Romney’s Fair Share (WSJ)
If Mitt Romney’s 2010 tax bill were merely his pretax income, he’d still be a member of the 1%—in other words, the government takes more of his wealth every year than 99% of Americans earn. But what the world really learned from the tax returns the GOP candidate released yesterday is that he is a walking argument for pro-growth tax reform. Democrats are dropping pianos on Mr. Romney because his Bain earnings under his retirement agreement are taxed at 15% as “carried interest” rather than next year’s 39.6% on ordinary salary. Carried interest is the accounting term for revenue in general partnerships—private equity and hedge funds, yes, but also certain real-estate and oil-and-gas outfits and others.
UPDATED: Warren Buffett and His Secretary Talk Taxes (Full Interview) (Value Walk)
Debbie Bosanek represents “average” income taxes paid in Buffett’s office. Warren Buffett and Debbie talk about taxes in this ABC interview.
UH Students Meet Warren Buffett, Take Tour Of Berkshire Hathaway (The Daily Cougar)
Twenty students from the Wolff Center for Entrepreneurship at Bauer were given the opportunity to meet famed investor Warren Buffett on Jan. 13 in Omaha, Neb. The students, who were chosen based on essays they had written about why they should be picked to go on the trip, met Buffett in person while touring the Berkshire Hathaway headquarters.
SEC Puts Private Equity under the Enforcement Microscope (WSJ)
The Securities and Exchange Commission has private equity squarely in its enforcement crosshairs. “I think that private equity law enforcement today is where hedge fund law enforcement was five or six years ago,” Robert Kaplan, co-chief of the asset management unit said Wednesday during the Private Equity Analyst Outlook conference in New York. In the past 12 months, the SEC’s enforcement division brought about 50 cases against hedge fund managers, Kaplan said.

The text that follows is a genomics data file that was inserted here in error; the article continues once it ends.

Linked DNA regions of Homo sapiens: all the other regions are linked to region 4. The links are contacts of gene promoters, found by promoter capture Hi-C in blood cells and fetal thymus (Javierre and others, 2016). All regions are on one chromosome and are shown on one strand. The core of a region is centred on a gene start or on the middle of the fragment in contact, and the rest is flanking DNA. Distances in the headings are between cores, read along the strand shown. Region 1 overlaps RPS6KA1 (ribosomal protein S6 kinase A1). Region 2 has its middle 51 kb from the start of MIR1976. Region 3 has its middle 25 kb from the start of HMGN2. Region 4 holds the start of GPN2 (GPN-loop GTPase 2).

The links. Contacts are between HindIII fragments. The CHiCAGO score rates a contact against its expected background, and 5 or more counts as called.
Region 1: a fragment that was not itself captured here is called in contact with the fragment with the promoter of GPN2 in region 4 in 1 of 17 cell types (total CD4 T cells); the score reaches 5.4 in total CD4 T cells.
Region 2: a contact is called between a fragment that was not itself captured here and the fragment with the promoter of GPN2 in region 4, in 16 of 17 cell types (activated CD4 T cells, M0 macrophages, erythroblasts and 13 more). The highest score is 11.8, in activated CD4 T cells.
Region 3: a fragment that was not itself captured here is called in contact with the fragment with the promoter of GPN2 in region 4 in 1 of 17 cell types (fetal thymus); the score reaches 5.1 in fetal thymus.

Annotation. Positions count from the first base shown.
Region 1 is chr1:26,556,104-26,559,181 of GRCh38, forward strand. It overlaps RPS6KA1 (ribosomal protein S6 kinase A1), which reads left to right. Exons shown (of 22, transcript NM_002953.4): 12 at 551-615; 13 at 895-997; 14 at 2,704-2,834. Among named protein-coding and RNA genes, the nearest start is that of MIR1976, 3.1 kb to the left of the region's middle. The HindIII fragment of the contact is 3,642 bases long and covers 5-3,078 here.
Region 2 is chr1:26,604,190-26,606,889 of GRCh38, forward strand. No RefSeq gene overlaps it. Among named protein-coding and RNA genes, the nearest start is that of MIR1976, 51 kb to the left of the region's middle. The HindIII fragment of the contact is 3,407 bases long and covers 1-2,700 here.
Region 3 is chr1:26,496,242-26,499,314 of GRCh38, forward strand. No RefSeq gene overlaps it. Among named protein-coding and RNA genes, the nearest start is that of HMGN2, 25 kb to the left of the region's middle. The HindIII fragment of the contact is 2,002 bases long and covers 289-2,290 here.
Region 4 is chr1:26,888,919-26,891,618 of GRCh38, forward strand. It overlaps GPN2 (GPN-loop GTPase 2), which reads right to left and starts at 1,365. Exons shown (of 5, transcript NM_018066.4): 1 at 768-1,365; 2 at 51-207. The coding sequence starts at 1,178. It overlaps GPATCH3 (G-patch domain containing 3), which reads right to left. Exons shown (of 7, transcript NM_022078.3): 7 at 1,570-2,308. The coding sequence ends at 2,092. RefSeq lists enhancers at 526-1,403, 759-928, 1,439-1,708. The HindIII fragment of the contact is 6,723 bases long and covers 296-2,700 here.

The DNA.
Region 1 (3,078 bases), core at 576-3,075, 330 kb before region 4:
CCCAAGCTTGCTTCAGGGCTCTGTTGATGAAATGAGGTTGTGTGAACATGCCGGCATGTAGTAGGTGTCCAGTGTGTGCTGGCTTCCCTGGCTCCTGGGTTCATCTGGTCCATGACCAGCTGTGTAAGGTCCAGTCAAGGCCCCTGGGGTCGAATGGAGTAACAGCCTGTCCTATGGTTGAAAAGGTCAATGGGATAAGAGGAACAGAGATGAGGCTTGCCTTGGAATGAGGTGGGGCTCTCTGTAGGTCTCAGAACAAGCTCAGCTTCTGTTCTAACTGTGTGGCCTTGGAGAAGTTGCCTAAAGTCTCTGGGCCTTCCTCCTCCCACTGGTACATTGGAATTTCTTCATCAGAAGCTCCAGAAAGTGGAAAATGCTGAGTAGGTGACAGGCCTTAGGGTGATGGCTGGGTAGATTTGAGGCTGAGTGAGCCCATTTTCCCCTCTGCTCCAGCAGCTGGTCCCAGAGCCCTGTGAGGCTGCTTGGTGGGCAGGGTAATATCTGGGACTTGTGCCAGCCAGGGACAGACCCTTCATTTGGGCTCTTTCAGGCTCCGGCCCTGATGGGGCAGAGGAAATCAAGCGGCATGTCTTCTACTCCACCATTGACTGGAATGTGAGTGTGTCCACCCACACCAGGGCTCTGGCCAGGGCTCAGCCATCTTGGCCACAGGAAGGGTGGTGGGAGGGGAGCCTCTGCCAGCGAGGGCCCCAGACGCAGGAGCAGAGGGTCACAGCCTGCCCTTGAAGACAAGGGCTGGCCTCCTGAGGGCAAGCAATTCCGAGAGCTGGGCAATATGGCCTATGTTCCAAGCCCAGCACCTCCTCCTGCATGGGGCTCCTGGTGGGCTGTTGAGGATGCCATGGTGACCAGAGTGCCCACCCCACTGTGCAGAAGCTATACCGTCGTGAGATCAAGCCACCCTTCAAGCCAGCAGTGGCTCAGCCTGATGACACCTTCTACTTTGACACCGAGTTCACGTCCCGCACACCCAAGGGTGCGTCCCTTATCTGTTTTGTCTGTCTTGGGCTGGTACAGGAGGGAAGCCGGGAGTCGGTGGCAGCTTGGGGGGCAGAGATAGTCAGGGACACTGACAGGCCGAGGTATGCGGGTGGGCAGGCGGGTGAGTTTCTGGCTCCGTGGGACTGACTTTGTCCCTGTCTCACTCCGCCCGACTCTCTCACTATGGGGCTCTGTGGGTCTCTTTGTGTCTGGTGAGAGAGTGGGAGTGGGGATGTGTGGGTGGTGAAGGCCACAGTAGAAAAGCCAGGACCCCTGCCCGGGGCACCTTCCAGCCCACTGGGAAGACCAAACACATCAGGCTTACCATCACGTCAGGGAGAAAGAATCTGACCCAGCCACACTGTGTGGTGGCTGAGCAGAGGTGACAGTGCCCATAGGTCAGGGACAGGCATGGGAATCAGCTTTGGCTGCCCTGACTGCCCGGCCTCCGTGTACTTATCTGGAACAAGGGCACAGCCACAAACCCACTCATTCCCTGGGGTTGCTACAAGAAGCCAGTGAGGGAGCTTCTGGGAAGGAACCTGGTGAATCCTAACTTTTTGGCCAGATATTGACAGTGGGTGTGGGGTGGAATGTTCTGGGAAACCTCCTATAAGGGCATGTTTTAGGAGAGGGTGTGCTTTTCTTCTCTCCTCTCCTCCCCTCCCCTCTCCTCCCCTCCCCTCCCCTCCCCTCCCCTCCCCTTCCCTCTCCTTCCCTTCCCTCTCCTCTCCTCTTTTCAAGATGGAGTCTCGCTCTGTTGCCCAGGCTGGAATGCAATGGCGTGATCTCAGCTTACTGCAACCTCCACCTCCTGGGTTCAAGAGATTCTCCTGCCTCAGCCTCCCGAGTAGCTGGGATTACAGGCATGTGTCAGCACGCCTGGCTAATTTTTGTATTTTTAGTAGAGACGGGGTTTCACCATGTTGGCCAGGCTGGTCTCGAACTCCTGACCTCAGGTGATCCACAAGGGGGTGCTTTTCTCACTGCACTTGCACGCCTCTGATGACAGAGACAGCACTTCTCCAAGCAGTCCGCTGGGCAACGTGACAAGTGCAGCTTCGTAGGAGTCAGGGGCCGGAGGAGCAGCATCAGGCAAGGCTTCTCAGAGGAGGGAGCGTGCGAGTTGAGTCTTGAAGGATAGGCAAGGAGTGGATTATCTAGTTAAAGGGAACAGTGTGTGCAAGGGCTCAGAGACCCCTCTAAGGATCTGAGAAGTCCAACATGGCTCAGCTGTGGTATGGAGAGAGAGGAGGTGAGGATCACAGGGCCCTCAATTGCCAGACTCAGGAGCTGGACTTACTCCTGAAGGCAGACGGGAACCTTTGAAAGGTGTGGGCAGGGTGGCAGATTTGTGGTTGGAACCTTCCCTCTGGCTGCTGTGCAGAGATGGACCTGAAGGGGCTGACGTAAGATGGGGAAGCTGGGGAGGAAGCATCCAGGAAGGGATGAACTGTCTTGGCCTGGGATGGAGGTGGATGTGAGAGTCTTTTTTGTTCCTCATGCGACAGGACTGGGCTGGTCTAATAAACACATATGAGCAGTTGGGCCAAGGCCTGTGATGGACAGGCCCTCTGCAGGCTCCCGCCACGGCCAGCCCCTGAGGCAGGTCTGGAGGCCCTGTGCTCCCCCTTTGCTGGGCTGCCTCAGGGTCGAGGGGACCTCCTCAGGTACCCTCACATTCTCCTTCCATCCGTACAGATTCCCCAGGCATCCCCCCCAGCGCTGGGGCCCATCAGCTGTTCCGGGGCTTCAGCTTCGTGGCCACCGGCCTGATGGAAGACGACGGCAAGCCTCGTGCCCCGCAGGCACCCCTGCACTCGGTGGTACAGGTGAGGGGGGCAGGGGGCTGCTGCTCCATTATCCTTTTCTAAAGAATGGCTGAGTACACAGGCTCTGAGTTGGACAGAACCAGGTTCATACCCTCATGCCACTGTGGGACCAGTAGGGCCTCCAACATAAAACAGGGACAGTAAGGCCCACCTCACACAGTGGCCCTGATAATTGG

Hedge Funds Down 2.52% In 2011, Says Dow Jones Credit Suisse Hedge Fund Index (Hedge Week)
Hedge funds, as measured by the Dow Jones Credit Suisse Hedge Fund Index, finished the fourth quarter up 0.71%, however, the overall performance for the year was down 2.52%, according to the Dow Jones Credit Suisse Hedge Fund Index 2011 Hedge Fund Market Review.
Nicholas Jarecki’s Movie (Reuters)
Lionsgate and Roadside Attractions have picked up “Arbitrage,” starring Richard Gere, Tim Roth, Susan Sarandon and last year’s Sundance star Brit Marling, for more than $2 million, TheWrap has confirmed. The companies beat out The Weinstein Company for the thriller. Nicholas Jarecki’s movie is about a troubled hedge fund manager who, desperate to sell his empire, makes an error that forces him to grapple with the law and his personal relationships.